In the 18 months following Charlotte's birth I was convinced that we would wait until she was at least at nursery before having any more. Kids are hard work and I had a tough year last year with two relapses hitting me hard in a six month period.
But as we reached the end of 2012 it became clear that health-wise I was doing the best I had for a long, long time.
I had already stopped taking any disease-modifying drugs, after feeling that the side effects were too difficult to manage, so when the discussion of a second baby arose I have to say we were both positive about taking the leap sooner rather than later.
MS is so unpredictable that it seemed silly for us to try and map out the future perfectly. Instead, we took my good fortune and relatively good health as a sign and decided that there was no better time than to have baby two.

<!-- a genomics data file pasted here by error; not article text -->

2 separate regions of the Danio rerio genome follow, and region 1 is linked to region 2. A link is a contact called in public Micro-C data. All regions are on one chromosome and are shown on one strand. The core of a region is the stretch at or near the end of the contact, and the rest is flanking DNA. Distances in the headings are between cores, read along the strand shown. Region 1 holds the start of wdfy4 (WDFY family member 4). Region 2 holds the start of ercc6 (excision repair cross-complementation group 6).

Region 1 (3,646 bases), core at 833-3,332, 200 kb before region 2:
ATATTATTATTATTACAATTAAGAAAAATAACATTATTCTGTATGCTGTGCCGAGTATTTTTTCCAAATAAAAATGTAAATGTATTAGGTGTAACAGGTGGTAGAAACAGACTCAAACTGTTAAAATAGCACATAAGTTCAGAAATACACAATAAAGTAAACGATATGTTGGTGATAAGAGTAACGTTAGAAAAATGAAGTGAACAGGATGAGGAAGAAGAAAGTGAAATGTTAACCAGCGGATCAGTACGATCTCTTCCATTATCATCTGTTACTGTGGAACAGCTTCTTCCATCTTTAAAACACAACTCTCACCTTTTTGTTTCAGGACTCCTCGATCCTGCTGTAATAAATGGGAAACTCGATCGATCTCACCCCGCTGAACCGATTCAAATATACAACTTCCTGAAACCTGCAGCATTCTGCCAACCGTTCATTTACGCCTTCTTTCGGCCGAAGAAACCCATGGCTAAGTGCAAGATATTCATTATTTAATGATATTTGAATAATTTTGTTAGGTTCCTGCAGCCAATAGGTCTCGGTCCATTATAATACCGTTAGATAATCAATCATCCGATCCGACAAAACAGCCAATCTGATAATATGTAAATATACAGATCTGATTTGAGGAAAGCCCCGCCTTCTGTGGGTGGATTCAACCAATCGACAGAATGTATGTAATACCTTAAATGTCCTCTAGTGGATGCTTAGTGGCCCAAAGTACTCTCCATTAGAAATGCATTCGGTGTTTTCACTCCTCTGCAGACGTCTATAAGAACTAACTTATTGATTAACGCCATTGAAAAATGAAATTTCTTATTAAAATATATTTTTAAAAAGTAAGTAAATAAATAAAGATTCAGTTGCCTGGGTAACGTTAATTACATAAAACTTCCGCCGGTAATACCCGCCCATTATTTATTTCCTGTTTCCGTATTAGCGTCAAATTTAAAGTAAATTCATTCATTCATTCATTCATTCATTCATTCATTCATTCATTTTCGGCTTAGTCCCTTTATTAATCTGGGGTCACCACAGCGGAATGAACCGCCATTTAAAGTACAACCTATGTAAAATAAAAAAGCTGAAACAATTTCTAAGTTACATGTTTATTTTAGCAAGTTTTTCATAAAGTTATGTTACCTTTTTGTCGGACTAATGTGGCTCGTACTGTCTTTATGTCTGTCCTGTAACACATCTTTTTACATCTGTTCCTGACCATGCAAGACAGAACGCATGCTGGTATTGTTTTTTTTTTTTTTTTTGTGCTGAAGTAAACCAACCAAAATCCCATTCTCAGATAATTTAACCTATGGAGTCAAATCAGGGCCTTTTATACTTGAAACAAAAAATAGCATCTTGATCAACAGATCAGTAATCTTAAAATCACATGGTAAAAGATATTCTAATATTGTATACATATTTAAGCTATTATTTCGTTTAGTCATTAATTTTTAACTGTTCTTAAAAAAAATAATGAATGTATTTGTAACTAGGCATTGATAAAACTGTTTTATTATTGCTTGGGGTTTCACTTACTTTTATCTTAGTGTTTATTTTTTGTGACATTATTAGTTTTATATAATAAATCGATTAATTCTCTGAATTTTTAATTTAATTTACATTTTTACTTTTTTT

When I fell pregnant with Charlotte I have to say I wasn't counting the days until I could take a pregnancy test, I just felt if it happened then great but with this one, I went through five tests, all coming up negative, before number six showed the faint red line we were hoping for. It was a strange feeling because I knew I was testing too early with the first five but I was so convinced that I was pregnant that I couldn't help myself! And when we found out it was an amazing feeling.
It felt, once again, that we had made the right decision, that falling pregnant so easily was a sure-fire sign that this baby was coming at the right time.
The following weeks were pretty tough. I suffered from morning sickness with Charlotte but this time I was nauseous morning, noon and night. I could hardly eat and even now, at week 20, I weigh less than when I first fell pregnant.
My body seems to do that though, as I lost quite a bit in my first pregnancy too.